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Instagrammers want sunflower selfies. Solano County officials want them to stop trespassing

July 2018 image of a field of sunflowers in Citrona, Calif. In neighboring Solano County, the sherif
This July 2018 image shows a field of sunflowers in Citrona, Calif. In neighboring Solano County, the Sheriff’s Office issued a stern warning last week asking visitors to be respectful of private property when taking photos.
(Noah Berger / Associated Press)

Step off the sunflower fields, selfie-takers.

The Solano County Sheriff’s Office issued a stern warning last week asking visitors to be respectful of private property when taking photos after heightened concerns from farmers of traffic congestion, trespassing and property damage.

Deputy Jim Currie said in a Facebook post published on behalf of the department that he understands the allure of Solano County’s “eye-catching fields.” Still, he said the environmental impact on the farms as well as traffic congestion are causing noticeable concern among local property owners.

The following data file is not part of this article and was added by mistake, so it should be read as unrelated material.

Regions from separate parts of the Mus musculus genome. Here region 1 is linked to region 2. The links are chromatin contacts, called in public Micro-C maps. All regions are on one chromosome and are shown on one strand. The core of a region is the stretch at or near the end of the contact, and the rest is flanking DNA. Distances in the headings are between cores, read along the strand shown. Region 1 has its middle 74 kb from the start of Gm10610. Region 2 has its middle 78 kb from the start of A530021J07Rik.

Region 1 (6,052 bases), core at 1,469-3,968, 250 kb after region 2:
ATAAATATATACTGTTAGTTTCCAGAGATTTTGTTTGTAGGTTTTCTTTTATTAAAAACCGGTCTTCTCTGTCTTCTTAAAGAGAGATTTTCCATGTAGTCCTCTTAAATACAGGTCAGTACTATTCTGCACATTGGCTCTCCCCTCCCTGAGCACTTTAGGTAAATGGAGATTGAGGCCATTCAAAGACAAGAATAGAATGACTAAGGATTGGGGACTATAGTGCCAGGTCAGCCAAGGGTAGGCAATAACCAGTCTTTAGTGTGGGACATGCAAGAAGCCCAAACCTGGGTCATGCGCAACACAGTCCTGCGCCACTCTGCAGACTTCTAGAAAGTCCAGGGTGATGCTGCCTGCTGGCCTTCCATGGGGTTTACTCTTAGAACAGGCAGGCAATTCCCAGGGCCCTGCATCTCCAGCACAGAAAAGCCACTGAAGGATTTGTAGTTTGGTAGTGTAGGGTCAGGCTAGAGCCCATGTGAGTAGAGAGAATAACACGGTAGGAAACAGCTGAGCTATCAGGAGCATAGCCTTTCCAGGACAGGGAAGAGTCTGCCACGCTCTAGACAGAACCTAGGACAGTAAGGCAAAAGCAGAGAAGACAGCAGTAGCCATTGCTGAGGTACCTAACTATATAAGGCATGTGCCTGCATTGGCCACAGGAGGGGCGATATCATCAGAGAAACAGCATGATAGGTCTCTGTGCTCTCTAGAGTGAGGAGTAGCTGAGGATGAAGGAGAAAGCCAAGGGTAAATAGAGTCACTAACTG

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“Recently, several properties have seen an uptick in visitors stopping on the side of the road to take photos in front — and sometimes even inside their fields,” the Facebook post read. “This is illegal, and farmers have every right to request selfie seekers stay off their private property.”

The agricultural region in Northern California’s Sacramento Valley produces 99% of California’s sunflowers, according to a 2016 report by UC Davis, and Solano County is a leader in production.

Reminiscent of Lake Elsinore’s “super bloom” of California poppies earlier this year, nearly 50,000 acres of sunflowers — many of which can be seen along major highways in Yolo, Solano and Colusa counties — are expected to reach their peak blooms from mid-June to mid-August, according to SFGate.com.

As with the super bloom, officials hope selfie-seekers enjoy — but don’t trample — the bright yellow spectacle while parking safely and respecting the area’s private farmland.

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